School of Social Work Dean receives Miriam C. Noland Award for Nonprofit Leadership
Since Sheryl Kubiak joined Wayne State University’s School of Social Work (SSW) as its ninth dean in 2018, she has made many strides. The very year she became dean, she helped to launch The Center for Behavioral Health and Justice (CBHJ), a 'center of excellence' designed to assist local communities, organizations, and behavioral health and law enforcement agencies across Michigan in diverting individuals with mental health and substance use disorders from the criminal justice system to appropriate treatment. The center provides expertise, evaluation, support, training, and technical assistance to inform effective, evidence-based policy and programs. Founding this critical center was just one of Dean Kubiak’s many successful initiatives.
Recently, Kubiak received the Miriam C. Noland Award for Nonprofit Leadership. This annual award, established by the Board of Trustees of the Community Foundation for Southeast Michigan, recognizes a nonprofit leader whose service to his/her institution exemplifies the importance of personal commitment to philanthropy. The award also acknowledges the importance of nonprofit leadership that influences beyond the university’s walls and impacts the larger philanthropic community in a positive way. In addition to honor and recognition, the award includes a $10,000 grant toward continuing education, a personal sabbatical, career rejuvenation, or philanthropic leadership activities.
“I was absolutely shocked and delighted when I found out about the award,” Kubiak said.
“Non-profit leadership – whether in a community organization or a school of social work within a university setting – often requires creativity, operating on a shoestring and making the most of your resources and connections. My personal focus has been on the intersection between behavioral health and the criminal/legal system. This is where the support of philanthropy has been instrumental in assisting change efforts in counties across the state of Michigan,” she said.
A few excerpts from Kubiak’s award nomination include:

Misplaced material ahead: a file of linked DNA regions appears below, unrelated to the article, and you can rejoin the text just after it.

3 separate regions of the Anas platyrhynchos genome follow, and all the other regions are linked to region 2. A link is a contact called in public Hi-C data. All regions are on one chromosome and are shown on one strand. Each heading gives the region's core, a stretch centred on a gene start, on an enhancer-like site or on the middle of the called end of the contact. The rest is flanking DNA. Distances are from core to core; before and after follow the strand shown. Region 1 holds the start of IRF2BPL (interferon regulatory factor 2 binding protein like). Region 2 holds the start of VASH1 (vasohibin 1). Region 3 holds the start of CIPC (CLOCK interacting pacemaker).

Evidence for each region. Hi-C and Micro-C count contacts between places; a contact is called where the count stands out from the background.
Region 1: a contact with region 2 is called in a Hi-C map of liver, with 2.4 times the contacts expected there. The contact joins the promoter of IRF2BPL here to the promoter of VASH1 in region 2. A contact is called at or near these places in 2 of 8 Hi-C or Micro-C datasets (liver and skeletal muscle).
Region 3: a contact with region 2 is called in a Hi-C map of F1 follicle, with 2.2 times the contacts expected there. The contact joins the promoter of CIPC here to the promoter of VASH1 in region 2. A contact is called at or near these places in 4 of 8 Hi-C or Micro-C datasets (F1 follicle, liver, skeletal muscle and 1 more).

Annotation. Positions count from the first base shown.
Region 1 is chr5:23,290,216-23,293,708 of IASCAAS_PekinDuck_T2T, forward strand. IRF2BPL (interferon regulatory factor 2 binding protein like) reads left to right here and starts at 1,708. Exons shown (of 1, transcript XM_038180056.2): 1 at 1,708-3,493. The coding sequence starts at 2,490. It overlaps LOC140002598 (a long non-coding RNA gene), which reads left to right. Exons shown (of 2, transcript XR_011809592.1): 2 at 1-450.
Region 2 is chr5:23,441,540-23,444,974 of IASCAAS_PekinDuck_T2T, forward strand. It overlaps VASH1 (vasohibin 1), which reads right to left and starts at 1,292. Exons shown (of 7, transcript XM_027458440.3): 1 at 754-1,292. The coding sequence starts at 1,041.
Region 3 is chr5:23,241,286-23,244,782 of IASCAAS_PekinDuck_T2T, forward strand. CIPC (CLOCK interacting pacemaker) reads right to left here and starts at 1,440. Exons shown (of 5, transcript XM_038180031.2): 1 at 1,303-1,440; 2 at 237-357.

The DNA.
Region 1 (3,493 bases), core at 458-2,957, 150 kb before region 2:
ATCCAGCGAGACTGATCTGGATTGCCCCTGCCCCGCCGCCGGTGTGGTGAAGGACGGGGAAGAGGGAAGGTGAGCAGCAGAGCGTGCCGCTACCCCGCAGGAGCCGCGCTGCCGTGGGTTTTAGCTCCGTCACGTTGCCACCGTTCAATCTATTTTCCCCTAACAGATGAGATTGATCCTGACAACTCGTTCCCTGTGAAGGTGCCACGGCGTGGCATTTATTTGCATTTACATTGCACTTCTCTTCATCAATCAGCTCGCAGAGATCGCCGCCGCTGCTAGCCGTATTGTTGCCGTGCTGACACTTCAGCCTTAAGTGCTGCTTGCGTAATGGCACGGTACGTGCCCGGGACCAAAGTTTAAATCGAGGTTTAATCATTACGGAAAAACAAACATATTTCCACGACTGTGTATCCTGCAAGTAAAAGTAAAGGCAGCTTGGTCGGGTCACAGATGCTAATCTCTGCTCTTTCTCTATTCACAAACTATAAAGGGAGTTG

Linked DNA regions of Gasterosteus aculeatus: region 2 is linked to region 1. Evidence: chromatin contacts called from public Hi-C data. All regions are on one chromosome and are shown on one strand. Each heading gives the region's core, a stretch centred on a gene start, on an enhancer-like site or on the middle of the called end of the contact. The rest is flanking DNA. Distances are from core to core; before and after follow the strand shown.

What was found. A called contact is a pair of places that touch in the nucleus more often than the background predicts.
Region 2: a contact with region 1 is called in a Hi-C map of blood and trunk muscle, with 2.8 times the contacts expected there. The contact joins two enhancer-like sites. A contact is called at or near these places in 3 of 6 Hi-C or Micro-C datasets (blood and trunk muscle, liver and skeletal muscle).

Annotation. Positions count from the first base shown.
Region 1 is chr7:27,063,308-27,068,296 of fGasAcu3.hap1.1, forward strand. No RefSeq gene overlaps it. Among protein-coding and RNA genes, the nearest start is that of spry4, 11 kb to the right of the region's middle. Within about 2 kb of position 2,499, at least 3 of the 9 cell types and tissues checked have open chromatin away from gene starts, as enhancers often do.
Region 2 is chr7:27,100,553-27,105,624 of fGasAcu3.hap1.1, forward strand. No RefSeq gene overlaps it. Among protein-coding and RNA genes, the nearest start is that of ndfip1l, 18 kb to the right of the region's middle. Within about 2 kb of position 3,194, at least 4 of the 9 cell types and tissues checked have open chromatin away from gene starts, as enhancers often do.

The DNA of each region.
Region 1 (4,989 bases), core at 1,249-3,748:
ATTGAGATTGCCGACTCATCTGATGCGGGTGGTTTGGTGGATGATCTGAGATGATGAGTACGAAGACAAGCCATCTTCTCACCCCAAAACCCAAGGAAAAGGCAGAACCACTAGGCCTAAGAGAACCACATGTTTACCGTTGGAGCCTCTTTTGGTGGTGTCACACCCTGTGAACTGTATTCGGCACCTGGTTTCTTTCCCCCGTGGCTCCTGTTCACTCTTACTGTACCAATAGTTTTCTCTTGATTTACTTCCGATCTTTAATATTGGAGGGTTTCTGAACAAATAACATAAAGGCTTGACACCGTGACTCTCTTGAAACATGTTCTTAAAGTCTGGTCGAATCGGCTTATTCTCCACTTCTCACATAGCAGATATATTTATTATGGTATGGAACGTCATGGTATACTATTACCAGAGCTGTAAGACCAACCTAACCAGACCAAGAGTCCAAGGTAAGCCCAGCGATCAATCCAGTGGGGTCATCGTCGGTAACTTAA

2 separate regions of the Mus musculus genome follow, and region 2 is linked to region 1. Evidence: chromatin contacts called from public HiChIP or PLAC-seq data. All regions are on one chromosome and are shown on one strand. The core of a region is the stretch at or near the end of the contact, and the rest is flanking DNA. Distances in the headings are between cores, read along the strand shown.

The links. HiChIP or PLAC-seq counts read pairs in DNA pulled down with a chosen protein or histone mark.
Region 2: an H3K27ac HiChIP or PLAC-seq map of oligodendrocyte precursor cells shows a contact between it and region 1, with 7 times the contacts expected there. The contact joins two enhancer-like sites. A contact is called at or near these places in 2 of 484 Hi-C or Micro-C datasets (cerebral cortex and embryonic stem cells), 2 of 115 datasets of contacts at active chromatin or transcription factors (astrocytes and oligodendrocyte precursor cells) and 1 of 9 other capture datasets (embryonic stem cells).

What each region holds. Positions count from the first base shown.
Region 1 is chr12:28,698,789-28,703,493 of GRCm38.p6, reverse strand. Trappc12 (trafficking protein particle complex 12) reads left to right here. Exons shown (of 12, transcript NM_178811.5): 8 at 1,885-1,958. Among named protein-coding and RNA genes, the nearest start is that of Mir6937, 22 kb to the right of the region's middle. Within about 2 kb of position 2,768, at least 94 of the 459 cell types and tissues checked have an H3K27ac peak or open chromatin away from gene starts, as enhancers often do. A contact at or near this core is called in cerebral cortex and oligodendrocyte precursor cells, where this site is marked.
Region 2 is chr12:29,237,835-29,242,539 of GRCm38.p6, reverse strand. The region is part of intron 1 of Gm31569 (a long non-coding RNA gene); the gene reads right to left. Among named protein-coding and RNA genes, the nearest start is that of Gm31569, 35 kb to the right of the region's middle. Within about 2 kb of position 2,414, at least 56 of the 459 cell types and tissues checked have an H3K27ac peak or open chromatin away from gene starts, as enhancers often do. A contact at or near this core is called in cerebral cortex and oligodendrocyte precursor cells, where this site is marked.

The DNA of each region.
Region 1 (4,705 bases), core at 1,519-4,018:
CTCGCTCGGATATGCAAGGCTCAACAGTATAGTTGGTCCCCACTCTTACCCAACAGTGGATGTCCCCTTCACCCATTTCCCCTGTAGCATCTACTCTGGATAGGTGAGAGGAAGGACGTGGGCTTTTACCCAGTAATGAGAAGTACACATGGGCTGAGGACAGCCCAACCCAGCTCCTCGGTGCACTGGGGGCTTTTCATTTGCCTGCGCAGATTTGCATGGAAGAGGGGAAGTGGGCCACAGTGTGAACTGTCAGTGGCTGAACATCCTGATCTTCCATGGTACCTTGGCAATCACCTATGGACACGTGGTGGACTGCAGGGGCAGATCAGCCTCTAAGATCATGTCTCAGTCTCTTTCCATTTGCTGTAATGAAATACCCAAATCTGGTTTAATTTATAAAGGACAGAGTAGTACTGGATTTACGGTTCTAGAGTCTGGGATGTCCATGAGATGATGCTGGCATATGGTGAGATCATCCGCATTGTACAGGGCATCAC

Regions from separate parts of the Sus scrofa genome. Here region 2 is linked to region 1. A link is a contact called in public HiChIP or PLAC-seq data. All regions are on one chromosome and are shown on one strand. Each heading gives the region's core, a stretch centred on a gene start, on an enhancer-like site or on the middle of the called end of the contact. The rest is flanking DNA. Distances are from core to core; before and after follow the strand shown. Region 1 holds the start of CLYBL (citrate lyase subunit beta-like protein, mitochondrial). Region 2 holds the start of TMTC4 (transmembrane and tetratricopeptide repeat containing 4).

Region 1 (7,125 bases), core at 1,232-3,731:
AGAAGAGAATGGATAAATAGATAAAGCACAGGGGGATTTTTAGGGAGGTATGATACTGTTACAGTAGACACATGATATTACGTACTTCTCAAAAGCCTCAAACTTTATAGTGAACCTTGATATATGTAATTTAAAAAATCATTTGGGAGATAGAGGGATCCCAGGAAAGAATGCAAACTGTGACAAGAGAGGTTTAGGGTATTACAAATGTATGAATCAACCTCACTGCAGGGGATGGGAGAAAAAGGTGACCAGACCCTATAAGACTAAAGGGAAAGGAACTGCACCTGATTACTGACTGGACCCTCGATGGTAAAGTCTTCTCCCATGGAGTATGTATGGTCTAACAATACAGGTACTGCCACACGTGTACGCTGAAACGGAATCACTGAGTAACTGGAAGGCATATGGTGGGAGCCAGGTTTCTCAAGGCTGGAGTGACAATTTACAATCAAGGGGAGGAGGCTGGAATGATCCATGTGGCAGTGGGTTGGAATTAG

“Dr. Kubiak has been a key partner to the Community Foundation through both our Michigan Opioid Partnership and Michigan Justice Fund efforts. For the Michigan Opioid Partnership, Dr. Kubiak and her team worked across the state to staff our effort to support people who are in jail while being treated for an opioid use disorder. Her innovative approach has helped us to better serve this population and increase their chances of a successful recovery both within jails and once they return to community.”
“As a key grantee of the Michigan Justice Fund, Dr. Kubiak’s work has been transformational for criminal legal policy reform across Michigan. She has served as a gubernatorial appointee to the Michigan Joint Task Force on Jail and Pretrial Incarceration and the state’s Criminal Justice Policy Commission and works closely with advocates statewide to address disparities impacting marginalized communities by catalyzing data transparency and applying a public health-informed lens to public safety solutions.”
In addition to leading Wayne State’s School of Social Work, founding the CBHJ is one of Kubiak’s proudest accomplishments.
“It has grown from a staff of seven who came with me from Michigan State University to over 40 today. CBHJ is doing work to enhance diversion and deflection in 34 counties across the state, as well as working with statewide entities to address policy issues,” she said.
“Social workers advocate for the most vulnerable in our society – and those involved in the criminal/legal system are among our most vulnerable. We know that there are disparities and inequities about who is charged and convicted and that those involved in the criminal legal system are more likely to have mental health and/or substance use disorders than those in the general public. We also know that when a family member is confined, the whole family system is punished through lost relationships and/or wages, etc. Finally, a conviction stays on your record and can create hardship for decades to come in terms of employment opportunities and access to housing. I want to demonstrate that social workers have an important space here; working with individuals and promoting system change.”
Kubiak, accompanied by her husband, Michael, and Mark Kornbluh, WSU’s provost and senior vice president for academic affairs, was presented the award at a ceremony last month.
“I appreciate the recognition of our efforts at the SSW/CBHJ to address real life concerns in our communities. The model that CBHJ uses to facilitate change efforts across sectors and regions is one in which universities are ideally suited to translate best practice into action,” she said.
Hero photo caption from left: Mariam Noland, Dean Sheryl Kubiak, and CFSEM President Ric DeVore at the 2023 Community Foundation of Southeast Michigan Annual Meeting and Awards Ceremony.
Author: Laura Hipshire firstname.lastname@example.org; Editor: Betsy Vanderstelt email@example.com